Cardinal Guise and his brother are disliked in France because of their ambition and the bad advice they have given the King. The eldest son of the Constable has been married to a bastard daughter of the King. (fn. 3) The match that had been planned for him was broken off, and the lady has become a nun.
The King made the Constable's second son a knight of his Order three weeks ago.
The King has created numerous new offices, appointing two men instead of one throughout the kingdom, and means to raise a large sum of money by these means.
The King's forests are being sold.
King-of-Arms who came from England to declare war on France was not given audience (fn. 4); for they did not allow him to speak or to declare his mission, but gave him eight days to leave the kingdom under penalty of being hanged. However, he received a present of 200 crowns.
The whole kingdom is anxious and frightened by this declaration from the English.
It is said in Flanders that letters from Italy speak of an attack by the Duke of Alva on the French rear-guard, killing three thousand men and capturing seven pieces of artillery. The Duke is said to be pressing forward to join forces with the Marquess of Pescara, so that a total defeat of the French is in sight.
It is said to be true that the troops raised by the King of England in Germany defeated those the Rheingrave had assembled for the King of France, and that the latter had to fly to Strasbourg, where they hope to raise 6,000 more.
Don Bernardino de Mendoza reached Brussels about three weeks ago, coming from England with letters from the King to the Duke of Savoy, instructing him to move forward with the Germans, both foot and horse, from the places where they had assembled on the frontier. His Majesty said that within 10 or 15 days he will be in Brussels with a sum of money, and that all was to be ready by then for an invasion of France.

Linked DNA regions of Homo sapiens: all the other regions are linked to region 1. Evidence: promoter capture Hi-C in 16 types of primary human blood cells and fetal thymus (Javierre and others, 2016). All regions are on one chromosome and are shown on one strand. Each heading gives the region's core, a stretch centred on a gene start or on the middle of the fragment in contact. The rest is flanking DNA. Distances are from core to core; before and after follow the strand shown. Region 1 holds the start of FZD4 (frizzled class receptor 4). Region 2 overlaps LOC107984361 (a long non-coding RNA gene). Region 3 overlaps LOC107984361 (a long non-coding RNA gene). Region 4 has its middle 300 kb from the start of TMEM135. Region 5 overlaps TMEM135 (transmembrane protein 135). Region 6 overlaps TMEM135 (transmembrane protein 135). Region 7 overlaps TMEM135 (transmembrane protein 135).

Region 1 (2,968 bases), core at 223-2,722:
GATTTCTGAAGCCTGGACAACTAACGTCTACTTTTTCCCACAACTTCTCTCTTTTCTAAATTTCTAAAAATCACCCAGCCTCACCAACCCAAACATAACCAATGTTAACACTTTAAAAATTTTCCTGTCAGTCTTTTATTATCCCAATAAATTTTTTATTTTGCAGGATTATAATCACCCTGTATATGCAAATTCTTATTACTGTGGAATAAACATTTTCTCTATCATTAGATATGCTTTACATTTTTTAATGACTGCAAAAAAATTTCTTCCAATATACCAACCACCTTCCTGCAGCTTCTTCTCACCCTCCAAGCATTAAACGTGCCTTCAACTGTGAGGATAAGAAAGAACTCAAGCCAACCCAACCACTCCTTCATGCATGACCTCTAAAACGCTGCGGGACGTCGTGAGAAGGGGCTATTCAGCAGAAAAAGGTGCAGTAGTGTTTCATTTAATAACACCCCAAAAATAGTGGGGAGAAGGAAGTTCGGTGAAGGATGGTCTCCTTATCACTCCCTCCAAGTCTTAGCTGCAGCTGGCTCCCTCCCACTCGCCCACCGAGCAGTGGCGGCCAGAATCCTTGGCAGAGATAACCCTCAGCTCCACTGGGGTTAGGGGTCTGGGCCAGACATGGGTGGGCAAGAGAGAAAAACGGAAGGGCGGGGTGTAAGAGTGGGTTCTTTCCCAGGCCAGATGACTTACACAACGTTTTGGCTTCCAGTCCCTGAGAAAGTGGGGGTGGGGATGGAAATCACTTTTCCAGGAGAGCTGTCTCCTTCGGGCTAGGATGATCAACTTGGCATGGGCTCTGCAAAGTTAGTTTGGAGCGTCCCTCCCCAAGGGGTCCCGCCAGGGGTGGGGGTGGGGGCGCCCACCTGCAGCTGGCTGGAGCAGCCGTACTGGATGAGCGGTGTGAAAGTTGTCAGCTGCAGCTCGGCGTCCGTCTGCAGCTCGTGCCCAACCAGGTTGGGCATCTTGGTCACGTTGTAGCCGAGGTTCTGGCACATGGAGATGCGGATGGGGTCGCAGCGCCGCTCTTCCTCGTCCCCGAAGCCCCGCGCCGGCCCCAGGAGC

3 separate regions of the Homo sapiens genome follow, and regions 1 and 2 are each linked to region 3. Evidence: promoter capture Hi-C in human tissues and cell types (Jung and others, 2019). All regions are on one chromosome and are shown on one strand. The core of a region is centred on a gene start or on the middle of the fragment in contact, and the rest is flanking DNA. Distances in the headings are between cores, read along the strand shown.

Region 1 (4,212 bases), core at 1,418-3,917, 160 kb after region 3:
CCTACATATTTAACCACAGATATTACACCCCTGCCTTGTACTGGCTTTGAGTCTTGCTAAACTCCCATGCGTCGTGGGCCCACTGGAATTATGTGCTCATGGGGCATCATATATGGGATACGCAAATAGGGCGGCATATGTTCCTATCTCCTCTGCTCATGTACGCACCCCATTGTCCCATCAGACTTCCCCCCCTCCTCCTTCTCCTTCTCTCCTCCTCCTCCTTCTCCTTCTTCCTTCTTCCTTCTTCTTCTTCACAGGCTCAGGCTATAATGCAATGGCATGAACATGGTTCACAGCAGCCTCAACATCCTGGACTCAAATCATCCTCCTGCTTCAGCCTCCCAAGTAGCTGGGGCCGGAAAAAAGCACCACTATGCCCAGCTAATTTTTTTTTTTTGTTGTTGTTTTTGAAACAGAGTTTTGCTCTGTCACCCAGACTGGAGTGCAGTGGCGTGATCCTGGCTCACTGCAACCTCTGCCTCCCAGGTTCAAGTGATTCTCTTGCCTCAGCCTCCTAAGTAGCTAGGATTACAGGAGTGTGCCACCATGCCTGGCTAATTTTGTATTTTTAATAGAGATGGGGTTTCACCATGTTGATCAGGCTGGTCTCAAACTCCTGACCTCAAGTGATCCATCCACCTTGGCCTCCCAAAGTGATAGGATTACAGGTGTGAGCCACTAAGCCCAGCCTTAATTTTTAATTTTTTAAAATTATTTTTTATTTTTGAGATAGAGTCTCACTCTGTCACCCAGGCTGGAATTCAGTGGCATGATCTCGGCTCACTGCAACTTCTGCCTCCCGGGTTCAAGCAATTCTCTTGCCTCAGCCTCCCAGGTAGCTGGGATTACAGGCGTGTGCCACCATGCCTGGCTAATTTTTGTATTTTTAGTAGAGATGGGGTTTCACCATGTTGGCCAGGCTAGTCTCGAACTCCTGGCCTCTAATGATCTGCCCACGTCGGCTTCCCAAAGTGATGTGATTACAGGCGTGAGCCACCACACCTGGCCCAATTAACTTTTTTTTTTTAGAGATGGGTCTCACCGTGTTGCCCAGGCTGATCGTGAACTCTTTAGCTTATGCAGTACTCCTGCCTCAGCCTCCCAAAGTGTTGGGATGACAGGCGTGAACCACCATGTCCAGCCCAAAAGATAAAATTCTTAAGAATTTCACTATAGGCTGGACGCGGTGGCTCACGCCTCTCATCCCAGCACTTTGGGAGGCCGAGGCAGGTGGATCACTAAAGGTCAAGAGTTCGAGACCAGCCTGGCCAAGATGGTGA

It was also said that the Duke of Savoy, with 8,000 horse from Flanders, three or four German regiments and some Spanish ones, was to take the offensive in France, and that Don Bernardino with the artillery, munitions and supplies was already at Namur.
It is said at Bayonne, though nowhere else, that M. de Guise had given battle to the Duke of Alva, losses being very heavy on both sides and the Duke (of Guise) himself killed; but since then the Duke of Guise was reported to have arrived at Ferrara.
Many French gentlemen who went to Italy with Guise have returned to France, very sad and in very bad shape.
They say in Flanders that the Duke of Ferrara has handed over to the Cardinal of Trent, who is in Milan, acting on behalf of the King of England, a sum of 100,000 crowns as a contribution to the war, and that he would be prepared to lend 200,000 more without interest.
It is said in France that the Duchess of Ferrara and her son wished to poison the Duke, and that he ordered them to be arrested, considering the French responsible. During the last eight days, eleven companies of Gascons, commanded by M. d'Aigremont, have been moving forward to where the King now is.
The Bishop of Liége (fn. 5) died seven weeks ago, and the Marquess of Berghes (fn. 6) who was his coadjutor, has peacefully taken possession of the diocese.
The Prince of Orange was very ill and his life was despaired of. He has lung trouble.
Simancas, K.1490. (fn. 7)
318. Philip to the Bishop of Arras